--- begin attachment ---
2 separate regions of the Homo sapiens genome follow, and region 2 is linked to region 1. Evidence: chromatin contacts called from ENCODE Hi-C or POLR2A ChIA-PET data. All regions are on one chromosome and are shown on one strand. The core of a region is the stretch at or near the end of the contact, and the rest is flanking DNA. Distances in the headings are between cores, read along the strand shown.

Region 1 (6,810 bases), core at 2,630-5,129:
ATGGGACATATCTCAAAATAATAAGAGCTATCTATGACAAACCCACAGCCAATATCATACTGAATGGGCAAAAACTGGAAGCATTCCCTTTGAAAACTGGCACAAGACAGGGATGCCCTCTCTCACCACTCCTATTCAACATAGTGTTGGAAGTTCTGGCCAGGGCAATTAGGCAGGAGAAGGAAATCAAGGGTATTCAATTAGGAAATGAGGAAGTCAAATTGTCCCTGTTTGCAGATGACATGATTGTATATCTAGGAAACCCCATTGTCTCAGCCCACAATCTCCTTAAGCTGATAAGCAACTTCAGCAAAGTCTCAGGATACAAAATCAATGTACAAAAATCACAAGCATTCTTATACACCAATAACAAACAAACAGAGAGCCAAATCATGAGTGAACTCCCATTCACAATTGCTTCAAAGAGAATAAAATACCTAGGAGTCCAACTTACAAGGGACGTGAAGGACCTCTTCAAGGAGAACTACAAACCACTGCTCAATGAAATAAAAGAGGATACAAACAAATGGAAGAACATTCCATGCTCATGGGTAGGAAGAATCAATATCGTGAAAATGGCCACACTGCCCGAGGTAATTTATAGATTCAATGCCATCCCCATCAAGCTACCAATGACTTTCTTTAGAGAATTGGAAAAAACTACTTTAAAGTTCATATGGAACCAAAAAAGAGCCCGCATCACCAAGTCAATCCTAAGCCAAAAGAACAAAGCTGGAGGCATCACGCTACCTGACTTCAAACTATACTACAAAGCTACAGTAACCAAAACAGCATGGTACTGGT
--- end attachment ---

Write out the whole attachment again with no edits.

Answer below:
2 separate regions of the Homo sapiens genome follow, and region 2 is linked to region 1. Evidence: chromatin contacts called from ENCODE Hi-C or POLR2A ChIA-PET data. All regions are on one chromosome and are shown on one strand. The core of a region is the stretch at or near the end of the contact, and the rest is flanking DNA. Distances in the headings are between cores, read along the strand shown.

Region 1 (6,810 bases), core at 2,630-5,129:
ATGGGACATATCTCAAAATAATAAGAGCTATCTATGACAAACCCACAGCCAATATCATACTGAATGGGCAAAAACTGGAAGCATTCCCTTTGAAAACTGGCACAAGACAGGGATGCCCTCTCTCACCACTCCTATTCAACATAGTGTTGGAAGTTCTGGCCAGGGCAATTAGGCAGGAGAAGGAAATCAAGGGTATTCAATTAGGAAATGAGGAAGTCAAATTGTCCCTGTTTGCAGATGACATGATTGTATATCTAGGAAACCCCATTGTCTCAGCCCACAATCTCCTTAAGCTGATAAGCAACTTCAGCAAAGTCTCAGGATACAAAATCAATGTACAAAAATCACAAGCATTCTTATACACCAATAACAAACAAACAGAGAGCCAAATCATGAGTGAACTCCCATTCACAATTGCTTCAAAGAGAATAAAATACCTAGGAGTCCAACTTACAAGGGACGTGAAGGACCTCTTCAAGGAGAACTACAAACCACTGCTCAATGAAATAAAAGAGGATACAAACAAATGGAAGAACATTCCATGCTCATGGGTAGGAAGAATCAATATCGTGAAAATGGCCACACTGCCCGAGGTAATTTATAGATTCAATGCCATCCCCATCAAGCTACCAATGACTTTCTTTAGAGAATTGGAAAAAACTACTTTAAAGTTCATATGGAACCAAAAAAGAGCCCGCATCACCAAGTCAATCCTAAGCCAAAAGAACAAAGCTGGAGGCATCACGCTACCTGACTTCAAACTATACTACAAAGCTACAGTAACCAAAACAGCATGGTACTGGT